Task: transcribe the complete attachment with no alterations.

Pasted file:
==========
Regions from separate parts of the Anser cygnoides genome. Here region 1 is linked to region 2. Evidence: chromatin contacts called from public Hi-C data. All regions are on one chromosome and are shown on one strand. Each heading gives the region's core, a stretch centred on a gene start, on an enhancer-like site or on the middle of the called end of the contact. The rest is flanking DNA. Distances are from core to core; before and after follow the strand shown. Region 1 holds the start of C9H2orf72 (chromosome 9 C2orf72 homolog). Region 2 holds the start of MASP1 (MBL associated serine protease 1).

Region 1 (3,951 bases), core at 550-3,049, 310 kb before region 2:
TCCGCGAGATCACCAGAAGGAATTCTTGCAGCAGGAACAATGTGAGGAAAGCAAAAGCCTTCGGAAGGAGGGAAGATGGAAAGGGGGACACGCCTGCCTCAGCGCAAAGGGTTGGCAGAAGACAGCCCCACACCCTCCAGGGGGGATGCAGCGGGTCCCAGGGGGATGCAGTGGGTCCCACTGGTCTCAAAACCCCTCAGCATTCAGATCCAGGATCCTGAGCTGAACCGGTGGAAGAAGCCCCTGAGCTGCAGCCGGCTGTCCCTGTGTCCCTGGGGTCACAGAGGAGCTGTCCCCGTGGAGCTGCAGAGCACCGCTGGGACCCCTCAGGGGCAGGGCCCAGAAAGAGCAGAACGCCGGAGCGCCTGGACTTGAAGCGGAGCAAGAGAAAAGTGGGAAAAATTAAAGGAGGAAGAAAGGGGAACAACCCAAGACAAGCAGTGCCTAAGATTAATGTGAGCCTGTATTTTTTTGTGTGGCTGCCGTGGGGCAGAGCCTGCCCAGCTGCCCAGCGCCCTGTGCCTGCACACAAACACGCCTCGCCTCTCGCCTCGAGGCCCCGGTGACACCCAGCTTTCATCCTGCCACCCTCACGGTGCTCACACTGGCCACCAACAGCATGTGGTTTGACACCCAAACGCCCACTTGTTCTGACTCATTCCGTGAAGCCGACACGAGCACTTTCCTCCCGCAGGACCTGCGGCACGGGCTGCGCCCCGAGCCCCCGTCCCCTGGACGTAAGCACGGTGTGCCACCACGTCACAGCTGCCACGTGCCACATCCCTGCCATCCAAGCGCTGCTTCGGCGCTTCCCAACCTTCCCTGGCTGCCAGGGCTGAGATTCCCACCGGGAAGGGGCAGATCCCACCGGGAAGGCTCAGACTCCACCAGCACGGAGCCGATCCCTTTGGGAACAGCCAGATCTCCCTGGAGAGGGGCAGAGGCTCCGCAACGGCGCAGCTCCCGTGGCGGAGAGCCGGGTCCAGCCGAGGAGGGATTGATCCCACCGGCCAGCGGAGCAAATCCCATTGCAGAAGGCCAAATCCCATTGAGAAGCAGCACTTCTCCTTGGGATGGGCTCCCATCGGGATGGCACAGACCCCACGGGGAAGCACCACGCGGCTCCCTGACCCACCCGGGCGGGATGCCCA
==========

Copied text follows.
Regions from separate parts of the Anser cygnoides genome. Here region 1 is linked to region 2. Evidence: chromatin contacts called from public Hi-C data. All regions are on one chromosome and are shown on one strand. Each heading gives the region's core, a stretch centred on a gene start, on an enhancer-like site or on the middle of the called end of the contact. The rest is flanking DNA. Distances are from core to core; before and after follow the strand shown. Region 1 holds the start of C9H2orf72 (chromosome 9 C2orf72 homolog). Region 2 holds the start of MASP1 (MBL associated serine protease 1).

Region 1 (3,951 bases), core at 550-3,049, 310 kb before region 2:
TCCGCGAGATCACCAGAAGGAATTCTTGCAGCAGGAACAATGTGAGGAAAGCAAAAGCCTTCGGAAGGAGGGAAGATGGAAAGGGGGACACGCCTGCCTCAGCGCAAAGGGTTGGCAGAAGACAGCCCCACACCCTCCAGGGGGGATGCAGCGGGTCCCAGGGGGATGCAGTGGGTCCCACTGGTCTCAAAACCCCTCAGCATTCAGATCCAGGATCCTGAGCTGAACCGGTGGAAGAAGCCCCTGAGCTGCAGCCGGCTGTCCCTGTGTCCCTGGGGTCACAGAGGAGCTGTCCCCGTGGAGCTGCAGAGCACCGCTGGGACCCCTCAGGGGCAGGGCCCAGAAAGAGCAGAACGCCGGAGCGCCTGGACTTGAAGCGGAGCAAGAGAAAAGTGGGAAAAATTAAAGGAGGAAGAAAGGGGAACAACCCAAGACAAGCAGTGCCTAAGATTAATGTGAGCCTGTATTTTTTTGTGTGGCTGCCGTGGGGCAGAGCCTGCCCAGCTGCCCAGCGCCCTGTGCCTGCACACAAACACGCCTCGCCTCTCGCCTCGAGGCCCCGGTGACACCCAGCTTTCATCCTGCCACCCTCACGGTGCTCACACTGGCCACCAACAGCATGTGGTTTGACACCCAAACGCCCACTTGTTCTGACTCATTCCGTGAAGCCGACACGAGCACTTTCCTCCCGCAGGACCTGCGGCACGGGCTGCGCCCCGAGCCCCCGTCCCCTGGACGTAAGCACGGTGTGCCACCACGTCACAGCTGCCACGTGCCACATCCCTGCCATCCAAGCGCTGCTTCGGCGCTTCCCAACCTTCCCTGGCTGCCAGGGCTGAGATTCCCACCGGGAAGGGGCAGATCCCACCGGGAAGGCTCAGACTCCACCAGCACGGAGCCGATCCCTTTGGGAACAGCCAGATCTCCCTGGAGAGGGGCAGAGGCTCCGCAACGGCGCAGCTCCCGTGGCGGAGAGCCGGGTCCAGCCGAGGAGGGATTGATCCCACCGGCCAGCGGAGCAAATCCCATTGCAGAAGGCCAAATCCCATTGAGAAGCAGCACTTCTCCTTGGGATGGGCTCCCATCGGGATGGCACAGACCCCACGGGGAAGCACCACGCGGCTCCCTGACCCACCCGGGCGGGATGCCCA